Compared to last week, feeder and stocker cattle sold unevenly steady to 3.00 higher. For the most part, feeder markets defied last Friday’s bearish cattle-on-feed report with even CME Feeder Cattle contracts opening the week with sizeable gains and continuing strong through the week. However, cash prices on some of the highest demanded cattle and most popular weights did level-off after last week’s “sticker shock”. The average price for 6 weight steers in the South Central Region and for 5 weight steer calves throughout the Southeast was slightly lower. Softer fall-born new crop calves are making their way onto the scene and widening the price spread against the rugged old croppers.
Nevertheless, most top quality 600 lb steers with a longtime weaned and lightly fleshed condition that is suitable for grass yielded prices north of 2.00/lb near the major grazing regions. There are not enough of these types of stocker cattle to go around and when they arrive on offer in an auction setting bidding becomes rampant. Grazers know that if these cattle are ready to hit the ground gaining on pasture, that there may still be room for profit if they can get possession for less than 1300.00 per head and spend less than 100.00 for their summer rent. They need these cattle to gain their heads off and press-down hard on the scales late this summer or early fall when they take the cattle off grass. As high as yearlings are, there is reason to believe that prices could escalate even farther this summer.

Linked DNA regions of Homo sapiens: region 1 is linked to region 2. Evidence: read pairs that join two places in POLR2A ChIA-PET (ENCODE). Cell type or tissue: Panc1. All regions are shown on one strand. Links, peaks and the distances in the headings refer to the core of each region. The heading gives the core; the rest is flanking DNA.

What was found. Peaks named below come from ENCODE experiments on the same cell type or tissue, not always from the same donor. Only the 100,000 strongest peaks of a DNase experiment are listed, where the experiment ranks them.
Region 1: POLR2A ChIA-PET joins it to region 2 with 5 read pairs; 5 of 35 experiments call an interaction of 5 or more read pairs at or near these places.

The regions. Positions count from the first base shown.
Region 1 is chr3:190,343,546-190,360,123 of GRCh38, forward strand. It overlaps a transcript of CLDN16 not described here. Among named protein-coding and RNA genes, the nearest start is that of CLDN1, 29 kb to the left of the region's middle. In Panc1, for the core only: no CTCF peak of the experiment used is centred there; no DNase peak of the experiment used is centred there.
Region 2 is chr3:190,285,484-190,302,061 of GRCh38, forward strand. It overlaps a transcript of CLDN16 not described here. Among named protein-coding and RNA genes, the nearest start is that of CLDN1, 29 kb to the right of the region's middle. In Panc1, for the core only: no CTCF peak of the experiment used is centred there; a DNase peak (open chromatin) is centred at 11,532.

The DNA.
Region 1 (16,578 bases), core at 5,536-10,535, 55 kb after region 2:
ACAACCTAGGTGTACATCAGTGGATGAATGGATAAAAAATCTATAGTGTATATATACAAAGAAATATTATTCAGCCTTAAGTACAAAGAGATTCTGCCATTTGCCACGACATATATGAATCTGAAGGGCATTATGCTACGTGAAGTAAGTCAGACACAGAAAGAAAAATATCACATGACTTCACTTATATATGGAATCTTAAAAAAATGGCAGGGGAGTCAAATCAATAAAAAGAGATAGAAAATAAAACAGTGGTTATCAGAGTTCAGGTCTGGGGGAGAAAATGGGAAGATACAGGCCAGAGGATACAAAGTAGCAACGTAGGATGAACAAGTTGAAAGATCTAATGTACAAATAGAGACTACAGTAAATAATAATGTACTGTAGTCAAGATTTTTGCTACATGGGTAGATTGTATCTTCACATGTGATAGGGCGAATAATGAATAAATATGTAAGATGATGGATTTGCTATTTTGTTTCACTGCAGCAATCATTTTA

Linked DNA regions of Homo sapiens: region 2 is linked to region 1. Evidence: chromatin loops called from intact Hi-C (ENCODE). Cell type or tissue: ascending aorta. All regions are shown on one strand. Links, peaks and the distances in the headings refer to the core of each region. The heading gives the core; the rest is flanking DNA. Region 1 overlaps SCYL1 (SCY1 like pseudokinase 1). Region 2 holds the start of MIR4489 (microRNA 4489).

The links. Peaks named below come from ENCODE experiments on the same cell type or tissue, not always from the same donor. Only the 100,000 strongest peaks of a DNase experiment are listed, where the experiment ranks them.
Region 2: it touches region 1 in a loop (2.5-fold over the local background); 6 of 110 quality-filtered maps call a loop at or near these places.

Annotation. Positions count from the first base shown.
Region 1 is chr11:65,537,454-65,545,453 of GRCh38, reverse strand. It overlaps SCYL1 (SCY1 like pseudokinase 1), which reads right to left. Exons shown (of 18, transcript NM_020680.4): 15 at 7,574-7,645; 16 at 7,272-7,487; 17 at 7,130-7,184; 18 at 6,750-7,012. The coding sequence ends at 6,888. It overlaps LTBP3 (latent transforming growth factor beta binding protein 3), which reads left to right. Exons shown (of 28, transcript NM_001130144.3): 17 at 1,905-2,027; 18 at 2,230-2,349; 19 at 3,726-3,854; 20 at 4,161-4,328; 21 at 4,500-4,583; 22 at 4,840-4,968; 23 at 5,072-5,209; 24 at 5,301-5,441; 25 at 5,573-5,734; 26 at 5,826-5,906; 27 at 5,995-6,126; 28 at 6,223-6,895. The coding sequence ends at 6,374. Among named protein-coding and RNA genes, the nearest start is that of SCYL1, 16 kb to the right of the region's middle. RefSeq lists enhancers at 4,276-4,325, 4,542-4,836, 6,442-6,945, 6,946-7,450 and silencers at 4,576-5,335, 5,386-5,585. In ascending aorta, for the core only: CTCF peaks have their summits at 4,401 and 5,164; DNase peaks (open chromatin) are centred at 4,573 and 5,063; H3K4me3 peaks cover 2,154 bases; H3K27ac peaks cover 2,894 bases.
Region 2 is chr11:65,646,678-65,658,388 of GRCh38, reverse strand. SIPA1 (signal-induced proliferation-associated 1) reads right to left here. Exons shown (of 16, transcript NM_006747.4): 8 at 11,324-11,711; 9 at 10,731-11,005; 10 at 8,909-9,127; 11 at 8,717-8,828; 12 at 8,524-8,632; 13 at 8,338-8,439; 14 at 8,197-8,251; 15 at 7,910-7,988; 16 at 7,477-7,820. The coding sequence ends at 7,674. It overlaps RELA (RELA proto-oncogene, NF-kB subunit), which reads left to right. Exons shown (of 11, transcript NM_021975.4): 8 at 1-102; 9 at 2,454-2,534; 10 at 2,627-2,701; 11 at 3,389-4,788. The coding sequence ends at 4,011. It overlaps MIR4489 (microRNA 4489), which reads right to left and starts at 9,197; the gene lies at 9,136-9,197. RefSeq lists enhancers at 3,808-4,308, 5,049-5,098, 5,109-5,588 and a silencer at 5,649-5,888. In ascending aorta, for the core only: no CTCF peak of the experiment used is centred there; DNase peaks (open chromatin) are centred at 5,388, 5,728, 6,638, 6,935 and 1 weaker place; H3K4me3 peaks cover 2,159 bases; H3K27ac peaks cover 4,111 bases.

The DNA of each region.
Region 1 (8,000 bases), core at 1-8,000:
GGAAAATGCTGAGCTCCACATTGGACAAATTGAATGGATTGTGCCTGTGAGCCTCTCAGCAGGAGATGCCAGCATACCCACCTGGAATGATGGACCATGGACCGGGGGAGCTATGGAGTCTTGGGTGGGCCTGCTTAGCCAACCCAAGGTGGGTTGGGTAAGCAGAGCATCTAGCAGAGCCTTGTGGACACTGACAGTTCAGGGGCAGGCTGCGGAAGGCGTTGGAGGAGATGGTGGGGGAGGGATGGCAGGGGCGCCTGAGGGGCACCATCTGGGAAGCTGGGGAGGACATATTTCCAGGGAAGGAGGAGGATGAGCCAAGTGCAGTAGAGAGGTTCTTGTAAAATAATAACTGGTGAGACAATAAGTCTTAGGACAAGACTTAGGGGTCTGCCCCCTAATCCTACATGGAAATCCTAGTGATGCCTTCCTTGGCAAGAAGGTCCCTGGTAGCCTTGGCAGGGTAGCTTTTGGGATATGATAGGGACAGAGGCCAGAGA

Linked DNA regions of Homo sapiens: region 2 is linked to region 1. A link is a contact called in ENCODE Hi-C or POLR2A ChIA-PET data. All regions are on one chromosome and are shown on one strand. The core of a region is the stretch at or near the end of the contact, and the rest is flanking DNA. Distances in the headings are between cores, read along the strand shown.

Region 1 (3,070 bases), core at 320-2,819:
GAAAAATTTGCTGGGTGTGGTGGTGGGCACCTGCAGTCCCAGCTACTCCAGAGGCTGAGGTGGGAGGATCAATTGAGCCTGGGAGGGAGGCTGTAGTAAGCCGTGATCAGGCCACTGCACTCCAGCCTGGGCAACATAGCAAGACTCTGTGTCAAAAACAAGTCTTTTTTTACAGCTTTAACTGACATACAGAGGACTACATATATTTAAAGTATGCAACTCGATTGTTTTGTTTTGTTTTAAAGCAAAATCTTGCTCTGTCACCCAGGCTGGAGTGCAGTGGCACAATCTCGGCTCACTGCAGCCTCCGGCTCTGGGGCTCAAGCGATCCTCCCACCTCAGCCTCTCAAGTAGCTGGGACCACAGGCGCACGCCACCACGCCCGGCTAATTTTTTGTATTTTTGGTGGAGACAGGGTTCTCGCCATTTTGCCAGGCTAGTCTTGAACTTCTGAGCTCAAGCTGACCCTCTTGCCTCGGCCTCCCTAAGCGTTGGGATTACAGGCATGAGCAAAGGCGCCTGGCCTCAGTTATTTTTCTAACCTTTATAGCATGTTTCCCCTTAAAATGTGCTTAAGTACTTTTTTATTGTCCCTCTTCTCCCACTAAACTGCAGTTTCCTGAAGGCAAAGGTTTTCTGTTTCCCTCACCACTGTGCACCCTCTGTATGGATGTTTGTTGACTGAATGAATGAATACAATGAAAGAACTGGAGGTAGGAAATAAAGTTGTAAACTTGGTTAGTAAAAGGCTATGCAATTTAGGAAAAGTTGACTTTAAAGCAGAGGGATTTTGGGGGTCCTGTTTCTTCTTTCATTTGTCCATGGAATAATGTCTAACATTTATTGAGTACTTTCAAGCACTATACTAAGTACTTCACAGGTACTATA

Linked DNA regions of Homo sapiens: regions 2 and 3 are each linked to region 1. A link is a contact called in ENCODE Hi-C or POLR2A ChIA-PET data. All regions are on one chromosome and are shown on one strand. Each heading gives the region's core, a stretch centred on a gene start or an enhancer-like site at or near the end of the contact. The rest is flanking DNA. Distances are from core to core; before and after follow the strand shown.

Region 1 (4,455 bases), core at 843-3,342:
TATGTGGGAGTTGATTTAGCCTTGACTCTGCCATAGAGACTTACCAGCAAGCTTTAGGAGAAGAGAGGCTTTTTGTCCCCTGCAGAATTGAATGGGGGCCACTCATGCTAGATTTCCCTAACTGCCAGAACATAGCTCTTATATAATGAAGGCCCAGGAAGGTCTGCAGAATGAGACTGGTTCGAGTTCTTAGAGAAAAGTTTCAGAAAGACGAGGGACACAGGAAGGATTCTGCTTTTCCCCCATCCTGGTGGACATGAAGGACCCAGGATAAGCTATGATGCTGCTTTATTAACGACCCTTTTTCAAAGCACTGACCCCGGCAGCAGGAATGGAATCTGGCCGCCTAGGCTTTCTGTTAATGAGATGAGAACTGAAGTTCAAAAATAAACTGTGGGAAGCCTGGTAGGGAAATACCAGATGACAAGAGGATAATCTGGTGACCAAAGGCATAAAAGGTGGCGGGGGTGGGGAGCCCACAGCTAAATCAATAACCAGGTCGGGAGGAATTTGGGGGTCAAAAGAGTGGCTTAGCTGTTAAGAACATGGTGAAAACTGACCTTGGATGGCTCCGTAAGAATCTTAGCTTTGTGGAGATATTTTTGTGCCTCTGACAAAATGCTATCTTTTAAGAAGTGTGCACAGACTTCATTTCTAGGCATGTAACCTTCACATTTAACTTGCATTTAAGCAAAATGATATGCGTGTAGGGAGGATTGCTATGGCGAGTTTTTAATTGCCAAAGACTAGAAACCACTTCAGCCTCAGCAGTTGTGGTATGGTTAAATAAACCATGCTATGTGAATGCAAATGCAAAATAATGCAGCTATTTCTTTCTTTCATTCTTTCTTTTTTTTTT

Some analysts are projecting that early fall slaughter hog supplies could be 15-25 percent lower than last year. The Porcine Epidemic Diarrhea Virus (PEDv) has been devastating to newborn unweaned pigs, especially during the coldest winter weather. Friday’s USDA Quarterly Hogs and Pigs report showed the December through February pig crop to be down 3 percent from 2013 and total swine inventory to be 3 percent less than last year. The results of the pork industry’s struggles could allow all-time record-high priced beef to actually have an advantage in fall meat cases. Fed cattle sold mostly 2.00 higher from 150.00-154.00 live and 2.00-3.00 higher from 244.00-245.00 with feedlots remaining very current as they have been pulling cattle ahead all winter. In fact, handsome markets have prompted cattle producers at every level to sell cattle ahead of schedule. Most auction markets are reporting lower quality clean-up type offerings which is indicative of exhausted supplies. This week’s reported auction volume included 52 percent over 600 lbs and 42 percent heifers.